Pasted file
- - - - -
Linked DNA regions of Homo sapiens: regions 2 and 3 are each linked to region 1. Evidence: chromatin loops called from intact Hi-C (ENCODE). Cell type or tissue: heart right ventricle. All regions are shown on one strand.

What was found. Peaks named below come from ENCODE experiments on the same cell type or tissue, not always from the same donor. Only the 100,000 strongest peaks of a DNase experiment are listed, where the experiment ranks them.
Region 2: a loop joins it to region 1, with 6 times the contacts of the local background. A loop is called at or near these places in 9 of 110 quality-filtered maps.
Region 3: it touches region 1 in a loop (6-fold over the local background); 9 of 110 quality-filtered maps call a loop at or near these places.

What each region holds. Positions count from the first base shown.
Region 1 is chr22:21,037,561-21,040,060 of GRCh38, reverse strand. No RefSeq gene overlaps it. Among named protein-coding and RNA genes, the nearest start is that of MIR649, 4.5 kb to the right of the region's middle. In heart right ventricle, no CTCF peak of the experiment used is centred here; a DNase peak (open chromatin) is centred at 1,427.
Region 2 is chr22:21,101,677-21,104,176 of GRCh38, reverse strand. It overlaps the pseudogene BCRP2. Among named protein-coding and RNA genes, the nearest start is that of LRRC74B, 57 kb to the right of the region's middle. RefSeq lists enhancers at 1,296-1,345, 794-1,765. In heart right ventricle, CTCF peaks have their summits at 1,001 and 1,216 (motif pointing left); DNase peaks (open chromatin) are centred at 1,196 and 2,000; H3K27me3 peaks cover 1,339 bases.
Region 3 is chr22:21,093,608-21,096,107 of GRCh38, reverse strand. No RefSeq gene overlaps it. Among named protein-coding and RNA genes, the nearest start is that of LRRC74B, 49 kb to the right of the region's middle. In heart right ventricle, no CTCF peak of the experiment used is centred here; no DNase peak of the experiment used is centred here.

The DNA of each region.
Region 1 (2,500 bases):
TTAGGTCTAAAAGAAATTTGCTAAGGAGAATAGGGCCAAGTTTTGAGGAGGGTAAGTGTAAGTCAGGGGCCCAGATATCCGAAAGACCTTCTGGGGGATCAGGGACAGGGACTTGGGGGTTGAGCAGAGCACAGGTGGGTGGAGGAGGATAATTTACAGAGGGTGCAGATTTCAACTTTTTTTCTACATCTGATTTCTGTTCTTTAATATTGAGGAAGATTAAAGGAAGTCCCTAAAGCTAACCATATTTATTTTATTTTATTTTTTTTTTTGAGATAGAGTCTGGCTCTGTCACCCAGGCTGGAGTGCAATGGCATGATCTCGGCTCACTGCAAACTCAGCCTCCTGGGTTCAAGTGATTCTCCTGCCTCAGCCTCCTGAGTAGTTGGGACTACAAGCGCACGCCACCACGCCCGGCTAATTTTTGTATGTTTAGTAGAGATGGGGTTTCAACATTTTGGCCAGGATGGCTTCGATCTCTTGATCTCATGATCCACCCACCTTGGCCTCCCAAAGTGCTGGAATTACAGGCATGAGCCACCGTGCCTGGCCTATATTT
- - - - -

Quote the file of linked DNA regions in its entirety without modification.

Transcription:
Linked DNA regions of Homo sapiens: regions 2 and 3 are each linked to region 1. Evidence: chromatin loops called from intact Hi-C (ENCODE). Cell type or tissue: heart right ventricle. All regions are shown on one strand.

What was found. Peaks named below come from ENCODE experiments on the same cell type or tissue, not always from the same donor. Only the 100,000 strongest peaks of a DNase experiment are listed, where the experiment ranks them.
Region 2: a loop joins it to region 1, with 6 times the contacts of the local background. A loop is called at or near these places in 9 of 110 quality-filtered maps.
Region 3: it touches region 1 in a loop (6-fold over the local background); 9 of 110 quality-filtered maps call a loop at or near these places.

What each region holds. Positions count from the first base shown.
Region 1 is chr22:21,037,561-21,040,060 of GRCh38, reverse strand. No RefSeq gene overlaps it. Among named protein-coding and RNA genes, the nearest start is that of MIR649, 4.5 kb to the right of the region's middle. In heart right ventricle, no CTCF peak of the experiment used is centred here; a DNase peak (open chromatin) is centred at 1,427.
Region 2 is chr22:21,101,677-21,104,176 of GRCh38, reverse strand. It overlaps the pseudogene BCRP2. Among named protein-coding and RNA genes, the nearest start is that of LRRC74B, 57 kb to the right of the region's middle. RefSeq lists enhancers at 1,296-1,345, 794-1,765. In heart right ventricle, CTCF peaks have their summits at 1,001 and 1,216 (motif pointing left); DNase peaks (open chromatin) are centred at 1,196 and 2,000; H3K27me3 peaks cover 1,339 bases.
Region 3 is chr22:21,093,608-21,096,107 of GRCh38, reverse strand. No RefSeq gene overlaps it. Among named protein-coding and RNA genes, the nearest start is that of LRRC74B, 49 kb to the right of the region's middle. In heart right ventricle, no CTCF peak of the experiment used is centred here; no DNase peak of the experiment used is centred here.

The DNA of each region.
Region 1 (2,500 bases):
TTAGGTCTAAAAGAAATTTGCTAAGGAGAATAGGGCCAAGTTTTGAGGAGGGTAAGTGTAAGTCAGGGGCCCAGATATCCGAAAGACCTTCTGGGGGATCAGGGACAGGGACTTGGGGGTTGAGCAGAGCACAGGTGGGTGGAGGAGGATAATTTACAGAGGGTGCAGATTTCAACTTTTTTTCTACATCTGATTTCTGTTCTTTAATATTGAGGAAGATTAAAGGAAGTCCCTAAAGCTAACCATATTTATTTTATTTTATTTTTTTTTTTGAGATAGAGTCTGGCTCTGTCACCCAGGCTGGAGTGCAATGGCATGATCTCGGCTCACTGCAAACTCAGCCTCCTGGGTTCAAGTGATTCTCCTGCCTCAGCCTCCTGAGTAGTTGGGACTACAAGCGCACGCCACCACGCCCGGCTAATTTTTGTATGTTTAGTAGAGATGGGGTTTCAACATTTTGGCCAGGATGGCTTCGATCTCTTGATCTCATGATCCACCCACCTTGGCCTCCCAAAGTGCTGGAATTACAGGCATGAGCCACCGTGCCTGGCCTATATTT